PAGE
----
One of the most basic debates revolves around the respective importance of the features and qualities that a child is born with, and those that are acquired from the environment as a child matures in the company of other people. This is known as the nature/nurture debate (Eysenk, 1997, 305-309) and a number of psychologists have devised experiments to try and work this out, so that more can be understood about how a child learns to interact with others, absorbing the rules of society and finding ways to adapt to the demands of school. Clearly if scholars can understand how behaviour is acquired, then they have more chance of finding ways to intervene if problems arise in this process.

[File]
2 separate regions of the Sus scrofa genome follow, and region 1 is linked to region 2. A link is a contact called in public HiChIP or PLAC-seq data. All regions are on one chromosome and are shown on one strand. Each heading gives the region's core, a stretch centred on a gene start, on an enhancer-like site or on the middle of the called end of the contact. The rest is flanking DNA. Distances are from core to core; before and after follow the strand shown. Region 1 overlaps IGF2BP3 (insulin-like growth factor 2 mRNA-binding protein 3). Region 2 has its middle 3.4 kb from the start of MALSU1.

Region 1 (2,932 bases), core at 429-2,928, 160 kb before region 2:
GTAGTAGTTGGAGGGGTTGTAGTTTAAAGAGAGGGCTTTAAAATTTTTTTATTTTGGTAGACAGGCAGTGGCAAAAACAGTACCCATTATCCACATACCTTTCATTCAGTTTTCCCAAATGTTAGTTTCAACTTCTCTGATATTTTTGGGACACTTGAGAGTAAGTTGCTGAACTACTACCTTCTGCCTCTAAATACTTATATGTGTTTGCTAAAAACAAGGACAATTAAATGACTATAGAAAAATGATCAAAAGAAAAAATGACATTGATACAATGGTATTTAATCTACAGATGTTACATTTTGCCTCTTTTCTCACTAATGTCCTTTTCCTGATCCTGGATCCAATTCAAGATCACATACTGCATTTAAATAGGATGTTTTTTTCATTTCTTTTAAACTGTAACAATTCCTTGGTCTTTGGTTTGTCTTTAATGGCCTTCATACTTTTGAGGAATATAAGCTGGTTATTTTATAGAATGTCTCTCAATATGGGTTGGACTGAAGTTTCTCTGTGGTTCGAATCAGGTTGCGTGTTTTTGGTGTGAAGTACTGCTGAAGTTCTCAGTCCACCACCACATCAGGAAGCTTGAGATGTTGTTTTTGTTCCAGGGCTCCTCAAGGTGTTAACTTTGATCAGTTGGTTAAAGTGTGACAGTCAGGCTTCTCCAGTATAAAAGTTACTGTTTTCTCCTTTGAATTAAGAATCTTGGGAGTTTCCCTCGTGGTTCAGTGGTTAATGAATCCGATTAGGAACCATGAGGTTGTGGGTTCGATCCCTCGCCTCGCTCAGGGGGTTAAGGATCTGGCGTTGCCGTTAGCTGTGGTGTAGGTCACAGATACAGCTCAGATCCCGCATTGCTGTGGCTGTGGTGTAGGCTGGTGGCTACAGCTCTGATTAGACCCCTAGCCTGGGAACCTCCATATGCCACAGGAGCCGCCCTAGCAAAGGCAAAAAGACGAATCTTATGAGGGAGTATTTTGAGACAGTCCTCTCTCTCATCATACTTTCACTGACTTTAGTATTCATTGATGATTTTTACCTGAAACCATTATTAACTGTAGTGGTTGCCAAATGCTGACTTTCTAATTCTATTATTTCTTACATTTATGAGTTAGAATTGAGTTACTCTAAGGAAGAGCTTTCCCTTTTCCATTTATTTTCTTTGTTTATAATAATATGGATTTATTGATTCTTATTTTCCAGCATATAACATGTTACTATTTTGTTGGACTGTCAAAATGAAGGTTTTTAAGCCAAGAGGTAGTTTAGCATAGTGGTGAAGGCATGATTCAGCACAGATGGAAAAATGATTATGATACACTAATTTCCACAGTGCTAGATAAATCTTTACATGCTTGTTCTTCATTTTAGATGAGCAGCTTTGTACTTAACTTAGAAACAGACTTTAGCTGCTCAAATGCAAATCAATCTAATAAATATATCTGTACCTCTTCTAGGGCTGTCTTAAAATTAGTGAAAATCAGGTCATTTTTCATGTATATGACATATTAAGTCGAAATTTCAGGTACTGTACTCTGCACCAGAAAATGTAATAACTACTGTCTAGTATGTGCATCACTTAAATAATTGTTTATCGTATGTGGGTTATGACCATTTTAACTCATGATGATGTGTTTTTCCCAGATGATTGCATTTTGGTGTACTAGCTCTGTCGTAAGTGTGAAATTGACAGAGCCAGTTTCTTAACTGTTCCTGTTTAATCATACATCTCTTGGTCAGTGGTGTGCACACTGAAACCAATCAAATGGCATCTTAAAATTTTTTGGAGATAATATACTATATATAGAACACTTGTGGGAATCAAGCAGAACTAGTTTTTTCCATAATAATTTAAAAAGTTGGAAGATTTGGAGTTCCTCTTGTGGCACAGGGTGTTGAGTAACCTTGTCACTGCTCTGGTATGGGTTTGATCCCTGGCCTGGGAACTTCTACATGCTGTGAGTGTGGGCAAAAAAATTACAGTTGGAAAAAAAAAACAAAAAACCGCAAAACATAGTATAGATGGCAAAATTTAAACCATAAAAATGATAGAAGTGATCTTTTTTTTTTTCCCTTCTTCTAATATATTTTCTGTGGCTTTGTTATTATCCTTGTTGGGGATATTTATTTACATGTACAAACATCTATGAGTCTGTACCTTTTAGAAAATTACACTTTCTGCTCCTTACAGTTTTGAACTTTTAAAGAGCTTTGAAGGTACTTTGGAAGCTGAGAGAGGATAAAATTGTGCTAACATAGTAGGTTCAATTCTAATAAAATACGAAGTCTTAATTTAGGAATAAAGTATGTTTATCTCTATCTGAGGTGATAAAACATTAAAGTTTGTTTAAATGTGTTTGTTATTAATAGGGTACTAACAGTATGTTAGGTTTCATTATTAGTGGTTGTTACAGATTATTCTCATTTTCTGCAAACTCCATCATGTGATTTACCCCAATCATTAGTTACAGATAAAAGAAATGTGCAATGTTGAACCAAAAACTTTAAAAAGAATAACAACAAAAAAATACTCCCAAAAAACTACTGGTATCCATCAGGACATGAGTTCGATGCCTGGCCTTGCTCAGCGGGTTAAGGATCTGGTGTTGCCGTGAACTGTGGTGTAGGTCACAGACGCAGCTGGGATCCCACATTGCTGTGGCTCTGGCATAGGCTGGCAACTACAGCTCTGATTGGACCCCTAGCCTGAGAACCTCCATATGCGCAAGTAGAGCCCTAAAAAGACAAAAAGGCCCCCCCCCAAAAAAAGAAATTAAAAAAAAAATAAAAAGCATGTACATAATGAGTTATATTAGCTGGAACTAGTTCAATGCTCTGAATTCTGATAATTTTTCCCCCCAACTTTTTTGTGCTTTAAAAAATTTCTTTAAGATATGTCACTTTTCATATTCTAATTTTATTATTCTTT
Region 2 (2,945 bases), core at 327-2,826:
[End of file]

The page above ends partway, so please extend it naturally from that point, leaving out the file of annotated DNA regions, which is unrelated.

Behaviourism is one of the most well-known theories of child development. The Russian scientist Ivan Pavlov (1849-1936) conducted some very famous experiments on animals to research the way that learning takes place. He was primarily interested in physiology and his experiment with dogs showed that a random connection between a certain sound, and a reward of food, meant nothing to a dog at first, but with repeated association of the two, the dog could be trained to respond to the tone, in anticipation of the food, so that when the tone sounded, for the dog would salivate, even though there was no food in the room. ...Show more